Sunday, 16 January 2011

SOS: Save our Science - Preventing Pandemic

Hey! I've been busy finishing my first project and after some last minute panicking it's all over and I'm moving on from chickens to yeast, but before I do I wanted to share this new story. A breakthrough in preventing the spread of Bird Flu, that has applications in protecting against a wide range of other viruses. This is the sort of story I've been looking forward to writing for a while, I hope you'll see why.

A group of researchers may have found a way to prevent the spread of bird flu through domestic populations, a revolution which could significantly reduce the risk of humans becoming infected. Not only that, but this technique could be easily used to protect against any viral infection in almost any species. It could even eventually be used to protect ourselves. This method requires no vaccinations and provides life-long protection from a broad range of different avian flu strains.

The tests were performed using domestic chickens. Treated chickens infected with a very high dose of flu virus became ill and died within a few days, but very few (<20%) of the chickens they lived with became infected. Under normal circumstances 70% of chickens became infected and died. With lower doses of virus a few treated chickens survived and the virus did not infect others. Careful investigation showed that some viruses did spread from treated chickens to their neighbours but was insufficient to cause illness.

A domestic chicken (Gallus gallus domesticus) (Source)

What is most exciting about this new approach is that it could prevent the spread of all influenza A viruses, that includes Bird Flu and Swine Flu along with many of the normal flu strains. Also, because of the way it targets the virus, this treatment would protect against any new influenza A stains that have yet to be identified!

Avian Flu (H5N1) shown in gold, inside cells (green) (source)

What is holding back this wonder treatment? Why are all our chickens, pigs, sheep and cows not already being made resistant to deadly infections? What are they waiting for? Well it all comes down to public approval. This new method, which could protect us from numerous cross-species pandemics; that could prevent mass culling, vastly improve agricultural productivity and save us all money is genetic modification. These treated chickens were born with a small sequence inserted into their genome, in every cell of their bodies, which blocks flu virus replication. A tiny piece of DNA, no different to any other, which can do all of this and could have such massive impact on human health and safety.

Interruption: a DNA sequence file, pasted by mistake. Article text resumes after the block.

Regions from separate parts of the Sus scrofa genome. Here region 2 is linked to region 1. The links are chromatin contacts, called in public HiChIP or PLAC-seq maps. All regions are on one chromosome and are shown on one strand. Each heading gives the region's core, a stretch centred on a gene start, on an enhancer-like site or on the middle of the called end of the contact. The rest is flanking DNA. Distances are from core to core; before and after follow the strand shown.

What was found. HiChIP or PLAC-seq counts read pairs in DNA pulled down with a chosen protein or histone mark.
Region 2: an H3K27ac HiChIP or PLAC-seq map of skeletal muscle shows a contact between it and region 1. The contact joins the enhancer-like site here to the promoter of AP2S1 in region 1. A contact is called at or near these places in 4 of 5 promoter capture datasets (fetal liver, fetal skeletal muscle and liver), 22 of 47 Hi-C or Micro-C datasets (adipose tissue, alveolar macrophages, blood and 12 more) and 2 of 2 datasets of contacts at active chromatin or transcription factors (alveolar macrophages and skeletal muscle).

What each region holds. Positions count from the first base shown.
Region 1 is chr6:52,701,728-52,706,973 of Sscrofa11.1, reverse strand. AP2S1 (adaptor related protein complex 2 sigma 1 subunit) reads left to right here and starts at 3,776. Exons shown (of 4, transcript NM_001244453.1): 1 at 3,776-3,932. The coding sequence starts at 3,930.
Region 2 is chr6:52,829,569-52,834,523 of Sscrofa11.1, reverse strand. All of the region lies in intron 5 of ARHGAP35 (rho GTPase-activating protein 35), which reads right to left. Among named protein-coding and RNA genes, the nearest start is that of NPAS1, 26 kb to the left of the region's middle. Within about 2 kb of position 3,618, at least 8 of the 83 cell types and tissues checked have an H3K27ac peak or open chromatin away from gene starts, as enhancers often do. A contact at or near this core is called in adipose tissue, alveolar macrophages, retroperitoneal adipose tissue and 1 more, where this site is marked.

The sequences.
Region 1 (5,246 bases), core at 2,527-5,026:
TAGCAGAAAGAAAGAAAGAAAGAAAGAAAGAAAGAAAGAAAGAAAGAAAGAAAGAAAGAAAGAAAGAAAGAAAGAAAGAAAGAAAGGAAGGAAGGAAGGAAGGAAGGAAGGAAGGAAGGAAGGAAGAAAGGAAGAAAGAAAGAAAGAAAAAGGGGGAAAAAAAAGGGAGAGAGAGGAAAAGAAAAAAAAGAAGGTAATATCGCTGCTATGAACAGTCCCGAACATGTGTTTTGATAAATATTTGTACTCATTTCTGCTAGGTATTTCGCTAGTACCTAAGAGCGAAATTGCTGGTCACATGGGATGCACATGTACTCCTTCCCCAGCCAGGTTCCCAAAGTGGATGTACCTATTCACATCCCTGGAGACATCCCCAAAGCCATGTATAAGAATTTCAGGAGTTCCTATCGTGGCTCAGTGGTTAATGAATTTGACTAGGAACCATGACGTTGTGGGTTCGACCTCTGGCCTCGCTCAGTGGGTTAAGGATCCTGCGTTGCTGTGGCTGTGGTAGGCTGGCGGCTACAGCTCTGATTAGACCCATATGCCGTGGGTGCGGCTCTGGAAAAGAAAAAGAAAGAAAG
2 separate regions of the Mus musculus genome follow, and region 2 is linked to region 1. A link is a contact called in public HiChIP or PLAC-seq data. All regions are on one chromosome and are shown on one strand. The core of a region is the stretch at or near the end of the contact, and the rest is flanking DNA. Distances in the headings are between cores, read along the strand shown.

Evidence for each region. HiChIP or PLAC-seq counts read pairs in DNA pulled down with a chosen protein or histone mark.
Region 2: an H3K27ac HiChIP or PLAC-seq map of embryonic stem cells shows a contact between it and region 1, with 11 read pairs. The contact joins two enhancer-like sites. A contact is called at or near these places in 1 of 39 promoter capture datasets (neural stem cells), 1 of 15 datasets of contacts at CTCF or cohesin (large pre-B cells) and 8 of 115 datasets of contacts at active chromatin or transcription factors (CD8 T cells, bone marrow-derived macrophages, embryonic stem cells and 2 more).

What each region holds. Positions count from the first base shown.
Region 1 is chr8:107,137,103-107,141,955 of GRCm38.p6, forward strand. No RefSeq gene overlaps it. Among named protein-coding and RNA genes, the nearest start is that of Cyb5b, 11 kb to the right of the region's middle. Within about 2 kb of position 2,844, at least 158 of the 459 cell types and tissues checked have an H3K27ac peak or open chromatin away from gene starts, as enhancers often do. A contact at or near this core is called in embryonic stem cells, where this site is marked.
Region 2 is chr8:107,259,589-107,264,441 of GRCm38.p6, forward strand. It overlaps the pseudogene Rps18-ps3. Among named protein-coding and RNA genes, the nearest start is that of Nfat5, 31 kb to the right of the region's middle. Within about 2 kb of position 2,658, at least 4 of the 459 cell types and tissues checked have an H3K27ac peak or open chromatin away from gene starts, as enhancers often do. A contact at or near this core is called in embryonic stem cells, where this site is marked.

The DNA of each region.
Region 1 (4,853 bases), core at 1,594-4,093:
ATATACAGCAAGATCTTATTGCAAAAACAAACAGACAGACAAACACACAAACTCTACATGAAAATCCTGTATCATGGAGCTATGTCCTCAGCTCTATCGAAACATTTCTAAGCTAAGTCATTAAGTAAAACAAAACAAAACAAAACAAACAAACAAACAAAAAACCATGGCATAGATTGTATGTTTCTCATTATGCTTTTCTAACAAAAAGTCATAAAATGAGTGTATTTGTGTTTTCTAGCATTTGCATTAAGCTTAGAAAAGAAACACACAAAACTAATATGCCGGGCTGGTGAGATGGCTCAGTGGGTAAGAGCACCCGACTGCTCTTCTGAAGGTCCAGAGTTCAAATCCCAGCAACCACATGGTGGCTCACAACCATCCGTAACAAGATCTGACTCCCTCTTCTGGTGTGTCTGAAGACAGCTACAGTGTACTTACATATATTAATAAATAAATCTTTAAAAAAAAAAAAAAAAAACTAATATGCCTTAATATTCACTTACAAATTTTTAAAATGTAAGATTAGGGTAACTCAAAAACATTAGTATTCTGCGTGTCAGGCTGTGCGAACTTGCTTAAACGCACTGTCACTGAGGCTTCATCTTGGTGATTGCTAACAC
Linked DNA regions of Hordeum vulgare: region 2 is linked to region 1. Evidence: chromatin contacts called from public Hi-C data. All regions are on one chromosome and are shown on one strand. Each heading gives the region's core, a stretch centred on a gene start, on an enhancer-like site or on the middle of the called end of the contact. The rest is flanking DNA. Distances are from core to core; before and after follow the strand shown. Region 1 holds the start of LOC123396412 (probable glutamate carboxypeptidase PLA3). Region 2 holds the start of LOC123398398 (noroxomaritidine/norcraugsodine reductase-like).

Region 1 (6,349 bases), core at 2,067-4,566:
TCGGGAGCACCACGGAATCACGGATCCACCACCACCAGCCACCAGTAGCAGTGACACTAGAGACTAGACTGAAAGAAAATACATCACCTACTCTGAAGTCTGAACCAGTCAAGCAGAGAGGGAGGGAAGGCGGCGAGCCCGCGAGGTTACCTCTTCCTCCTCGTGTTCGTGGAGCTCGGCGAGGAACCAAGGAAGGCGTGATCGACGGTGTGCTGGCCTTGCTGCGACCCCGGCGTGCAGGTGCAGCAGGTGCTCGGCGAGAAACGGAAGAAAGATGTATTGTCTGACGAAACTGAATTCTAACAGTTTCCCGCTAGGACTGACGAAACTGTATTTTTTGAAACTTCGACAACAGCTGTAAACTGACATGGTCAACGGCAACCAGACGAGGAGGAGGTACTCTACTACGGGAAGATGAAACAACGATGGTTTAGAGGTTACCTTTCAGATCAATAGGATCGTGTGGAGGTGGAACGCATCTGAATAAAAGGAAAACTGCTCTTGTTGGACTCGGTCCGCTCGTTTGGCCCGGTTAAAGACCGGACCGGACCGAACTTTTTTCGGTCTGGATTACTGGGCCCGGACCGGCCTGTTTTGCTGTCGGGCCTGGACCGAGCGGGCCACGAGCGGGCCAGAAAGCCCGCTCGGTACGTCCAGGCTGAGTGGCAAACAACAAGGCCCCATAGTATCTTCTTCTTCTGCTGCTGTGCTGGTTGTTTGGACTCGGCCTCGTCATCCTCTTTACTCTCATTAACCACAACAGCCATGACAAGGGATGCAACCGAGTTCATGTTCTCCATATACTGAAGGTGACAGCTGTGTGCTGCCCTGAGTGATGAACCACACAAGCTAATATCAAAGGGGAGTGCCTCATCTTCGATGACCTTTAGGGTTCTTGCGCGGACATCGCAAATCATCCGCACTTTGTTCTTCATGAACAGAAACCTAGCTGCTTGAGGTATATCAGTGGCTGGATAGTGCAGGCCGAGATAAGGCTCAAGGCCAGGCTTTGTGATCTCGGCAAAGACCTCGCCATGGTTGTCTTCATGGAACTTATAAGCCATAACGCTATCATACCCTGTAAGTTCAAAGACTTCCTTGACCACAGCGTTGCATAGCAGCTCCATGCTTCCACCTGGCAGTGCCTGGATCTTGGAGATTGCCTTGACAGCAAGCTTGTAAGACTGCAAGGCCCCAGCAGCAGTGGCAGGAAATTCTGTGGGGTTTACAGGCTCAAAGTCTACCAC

The global spread of H5N1 (Source)

Although there are still tests to be done, initial results show no ill-effects in these chickens. Once the treatment is proven safe, all domestic stocks could easily be replaced in just a few years. It is not a perfect solution as we can only protect our domestic species; wild species would still be susceptible to infections, we can’t replace them all with modified equivalents. But I’m sure we would all feel safer knowing that our food sources are protected from the ravages of pestilence and that we have insulated ourselves against global pandemic.

But that’s not all! Another story out earlier this month unveiled the environmentally friendly pig! A normal pig cannot process certain phosphorus based chemicals (phosphates). The results are often toxic or can severely unbalance the ecosystem, especially in waterways. These new GM pigs, these “Enviropigs” can make proper use of phosphates, which means they need less food and produce less waste, with less harmful environmental effects. The applications of GM seem nearly limitless, improving food production, saving money and preventing illness being just some of the more obvious. Where will it go next? And should it be allowed to go there?

Lyall, J., Irvine, R., Sherman, A., McKinley, T., Nunez, A., Purdie, A., Outtrim, L., Brown, I., Rolleston-Smith, G., Sang, H., & Tiley, L. (2011). Suppression of Avian Influenza Transmission in Genetically Modified Chickens Science, 331 (6014), 223-226 DOI: 10.1126/science.1198020

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